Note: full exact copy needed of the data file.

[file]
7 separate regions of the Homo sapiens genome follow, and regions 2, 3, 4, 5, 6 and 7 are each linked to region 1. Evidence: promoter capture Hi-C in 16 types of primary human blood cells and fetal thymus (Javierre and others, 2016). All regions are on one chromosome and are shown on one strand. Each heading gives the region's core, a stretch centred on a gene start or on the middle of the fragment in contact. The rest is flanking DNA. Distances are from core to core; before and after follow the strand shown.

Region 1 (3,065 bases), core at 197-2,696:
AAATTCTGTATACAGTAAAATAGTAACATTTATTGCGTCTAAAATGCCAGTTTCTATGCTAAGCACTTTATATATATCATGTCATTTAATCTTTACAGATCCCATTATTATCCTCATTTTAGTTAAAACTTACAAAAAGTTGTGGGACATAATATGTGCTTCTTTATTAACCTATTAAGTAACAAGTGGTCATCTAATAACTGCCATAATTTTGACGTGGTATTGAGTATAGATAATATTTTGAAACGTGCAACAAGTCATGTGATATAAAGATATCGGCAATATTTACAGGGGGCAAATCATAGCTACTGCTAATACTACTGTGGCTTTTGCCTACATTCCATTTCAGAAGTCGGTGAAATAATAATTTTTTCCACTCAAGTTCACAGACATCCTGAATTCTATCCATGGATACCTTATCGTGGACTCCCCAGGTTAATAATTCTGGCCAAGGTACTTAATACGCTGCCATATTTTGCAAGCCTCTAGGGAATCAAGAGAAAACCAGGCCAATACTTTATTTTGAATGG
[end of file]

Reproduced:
7 separate regions of the Homo sapiens genome follow, and regions 2, 3, 4, 5, 6 and 7 are each linked to region 1. Evidence: promoter capture Hi-C in 16 types of primary human blood cells and fetal thymus (Javierre and others, 2016). All regions are on one chromosome and are shown on one strand. Each heading gives the region's core, a stretch centred on a gene start or on the middle of the fragment in contact. The rest is flanking DNA. Distances are from core to core; before and after follow the strand shown.

Region 1 (3,065 bases), core at 197-2,696:
AAATTCTGTATACAGTAAAATAGTAACATTTATTGCGTCTAAAATGCCAGTTTCTATGCTAAGCACTTTATATATATCATGTCATTTAATCTTTACAGATCCCATTATTATCCTCATTTTAGTTAAAACTTACAAAAAGTTGTGGGACATAATATGTGCTTCTTTATTAACCTATTAAGTAACAAGTGGTCATCTAATAACTGCCATAATTTTGACGTGGTATTGAGTATAGATAATATTTTGAAACGTGCAACAAGTCATGTGATATAAAGATATCGGCAATATTTACAGGGGGCAAATCATAGCTACTGCTAATACTACTGTGGCTTTTGCCTACATTCCATTTCAGAAGTCGGTGAAATAATAATTTTTTCCACTCAAGTTCACAGACATCCTGAATTCTATCCATGGATACCTTATCGTGGACTCCCCAGGTTAATAATTCTGGCCAAGGTACTTAATACGCTGCCATATTTTGCAAGCCTCTAGGGAATCAAGAGAAAACCAGGCCAATACTTTATTTTGAATGG